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Business Unplugged™
This blog features Carol Roth's tough love on business and entrepreneurship, as well as insights from Carol's community of contributors.

How to Take Direction from Younger Team Members

Written By: Catherine Morgan | No Comments

Millennials will be an even larger component of the workforce going forward. In Carol’s recent post on the Nextiva blog, “How You Can Let Millennials Better Manage You,” she shares some suggestions for soliciting ideas and input to get younger workers more engaged and involved. Carol begins:

As millennials now fill more employment roles in your business and given that they are projected to be 75% of the workforce by 2025, you have to face the fact that you’re dealing with a very different mindset. This generation does not view authority with the same deference as your more seasoned team, and managing them can be a challenge. Take note though; a growing number of your customers are also millennials. Listening to your employees’ viewpoints might help your businesses’ bottom line.

You don’t have to relinquish control of your business to strike the right balance. The following 5-point plan provides ways that you can take some direction from the younger members of your team — and add value for a youthful customer base.

1. Open your mind to new possibilities

You don’t always have all of the answers, but employees don’t always know what’s right, either. Still, take their ideas seriously and you’ll find that saying “yes” often makes sense.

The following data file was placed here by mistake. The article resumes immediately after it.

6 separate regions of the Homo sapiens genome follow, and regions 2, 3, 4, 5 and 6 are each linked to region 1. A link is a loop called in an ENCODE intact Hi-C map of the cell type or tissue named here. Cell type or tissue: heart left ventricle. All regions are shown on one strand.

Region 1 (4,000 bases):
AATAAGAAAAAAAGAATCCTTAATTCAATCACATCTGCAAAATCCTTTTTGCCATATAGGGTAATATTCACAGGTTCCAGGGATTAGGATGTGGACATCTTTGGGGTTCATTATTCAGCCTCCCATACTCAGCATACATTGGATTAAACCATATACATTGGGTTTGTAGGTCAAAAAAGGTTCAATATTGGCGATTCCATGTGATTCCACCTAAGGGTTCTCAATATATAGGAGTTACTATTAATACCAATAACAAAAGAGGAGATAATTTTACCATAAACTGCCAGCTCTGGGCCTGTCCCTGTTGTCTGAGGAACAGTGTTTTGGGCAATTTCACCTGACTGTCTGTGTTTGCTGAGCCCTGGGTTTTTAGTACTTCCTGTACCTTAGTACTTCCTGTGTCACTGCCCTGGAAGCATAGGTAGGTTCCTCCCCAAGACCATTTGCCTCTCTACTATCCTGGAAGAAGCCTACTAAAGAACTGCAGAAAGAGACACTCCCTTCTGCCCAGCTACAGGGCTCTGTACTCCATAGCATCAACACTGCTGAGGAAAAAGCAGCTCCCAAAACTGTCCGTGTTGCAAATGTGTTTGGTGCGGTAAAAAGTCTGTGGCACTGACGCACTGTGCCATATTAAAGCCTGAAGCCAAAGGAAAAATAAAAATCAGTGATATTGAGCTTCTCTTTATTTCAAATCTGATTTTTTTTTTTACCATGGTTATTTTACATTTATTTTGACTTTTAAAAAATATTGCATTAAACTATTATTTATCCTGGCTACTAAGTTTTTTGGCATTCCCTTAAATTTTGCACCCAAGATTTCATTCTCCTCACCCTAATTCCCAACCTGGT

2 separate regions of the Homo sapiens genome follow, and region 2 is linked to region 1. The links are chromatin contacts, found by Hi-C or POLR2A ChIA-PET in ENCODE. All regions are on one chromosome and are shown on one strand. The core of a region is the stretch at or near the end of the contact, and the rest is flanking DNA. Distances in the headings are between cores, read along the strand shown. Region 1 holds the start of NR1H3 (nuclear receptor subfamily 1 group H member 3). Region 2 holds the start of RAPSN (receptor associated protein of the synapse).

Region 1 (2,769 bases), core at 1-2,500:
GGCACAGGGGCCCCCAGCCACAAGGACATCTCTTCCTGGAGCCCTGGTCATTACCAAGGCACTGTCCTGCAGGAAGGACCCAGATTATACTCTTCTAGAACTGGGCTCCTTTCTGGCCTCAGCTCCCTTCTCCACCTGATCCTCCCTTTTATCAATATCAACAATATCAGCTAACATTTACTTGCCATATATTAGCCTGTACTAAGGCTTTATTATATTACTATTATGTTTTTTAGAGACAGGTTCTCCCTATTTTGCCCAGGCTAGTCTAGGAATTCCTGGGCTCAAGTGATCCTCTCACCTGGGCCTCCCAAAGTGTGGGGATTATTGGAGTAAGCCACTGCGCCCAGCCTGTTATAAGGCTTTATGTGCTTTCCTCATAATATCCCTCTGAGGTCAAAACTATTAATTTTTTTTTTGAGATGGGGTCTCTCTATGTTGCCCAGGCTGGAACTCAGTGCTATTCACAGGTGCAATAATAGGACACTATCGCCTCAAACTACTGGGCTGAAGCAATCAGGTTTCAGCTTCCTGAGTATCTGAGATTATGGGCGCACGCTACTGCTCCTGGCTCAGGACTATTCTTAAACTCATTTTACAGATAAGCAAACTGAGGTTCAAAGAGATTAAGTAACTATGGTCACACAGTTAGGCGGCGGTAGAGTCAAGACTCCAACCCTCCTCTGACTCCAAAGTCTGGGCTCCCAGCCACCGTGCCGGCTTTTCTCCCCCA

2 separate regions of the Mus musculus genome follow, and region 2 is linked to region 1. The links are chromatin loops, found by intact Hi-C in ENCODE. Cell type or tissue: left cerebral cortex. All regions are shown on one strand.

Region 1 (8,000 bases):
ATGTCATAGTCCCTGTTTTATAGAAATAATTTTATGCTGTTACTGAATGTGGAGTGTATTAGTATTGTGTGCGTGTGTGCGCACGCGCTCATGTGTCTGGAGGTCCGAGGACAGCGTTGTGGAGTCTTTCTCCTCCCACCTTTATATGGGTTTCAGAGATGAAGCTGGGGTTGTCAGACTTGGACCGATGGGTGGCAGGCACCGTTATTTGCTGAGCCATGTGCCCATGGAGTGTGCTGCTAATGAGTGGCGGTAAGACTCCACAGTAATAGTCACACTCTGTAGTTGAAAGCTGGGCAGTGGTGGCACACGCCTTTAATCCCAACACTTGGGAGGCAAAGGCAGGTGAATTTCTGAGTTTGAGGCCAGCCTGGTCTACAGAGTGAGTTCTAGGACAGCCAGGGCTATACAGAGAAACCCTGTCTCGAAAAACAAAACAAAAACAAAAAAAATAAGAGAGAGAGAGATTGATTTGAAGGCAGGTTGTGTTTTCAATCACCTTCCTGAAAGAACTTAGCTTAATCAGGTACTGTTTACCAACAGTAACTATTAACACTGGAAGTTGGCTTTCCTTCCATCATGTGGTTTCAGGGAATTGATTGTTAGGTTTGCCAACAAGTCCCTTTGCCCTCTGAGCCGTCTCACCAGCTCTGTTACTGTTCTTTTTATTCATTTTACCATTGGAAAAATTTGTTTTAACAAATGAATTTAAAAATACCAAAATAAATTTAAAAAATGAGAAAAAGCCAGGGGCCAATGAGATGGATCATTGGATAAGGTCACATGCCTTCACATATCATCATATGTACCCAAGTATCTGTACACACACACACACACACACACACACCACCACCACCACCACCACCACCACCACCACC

It’s easy to assume, for example, that employees fighting against a third cross-check of a project or product just want to lighten the work load. Or, are they just pragmatic? Before you say “no,” ask yourself if that third check ever reveals errors that justify spending the extra time. If you can get a high-quality product to the customer sooner without it, then maybe, happier employees create happy customers.

2. Convert eye rolls into suggestions

The millennial generation is an outspoken one, but even these employees may know enough to avoid overtly attacking your ideas and assignments. Body language speaks volumes, so watch for the eye rolls or pursed lips that may signal unspoken disagreement.

Signs like these are golden opportunities for friendly debates. So, when you clearly see that an employee doesn’t want to make a bad-news call to a client, believes that a boring task is unnecessary or otherwise disagrees with you, dig deeper. If you can convert disagreement into good ideas, then everybody wins.

You can read the rest of the post here.

Article written by
Catherine Morgan is the editor of Business Unplugged ™, an engaging speaker, and the founder of Point A to Point B Transitions Inc., a virtual provider of coaching services to individuals who are in business or career transition. Catherine is the author of the eBook Re-Launch You: Discovering Your Point B and Embracing Possibility. An experienced independent consultant and former employee of three of the former Big Five consulting firms, Catherine combines strategy development with accountability coaching. Her productivity tips and career transition advice have been featured on WGN AM 720 and WIND AM 560 The Answer in Chicago, and on WCHE AM 1520 in the Philadelphia area. Catherine speaks frequently on topics related to productivity, career transition, small business, and entrepreneurship. She doesn’t take herself seriously, but takes her subject matter very seriously.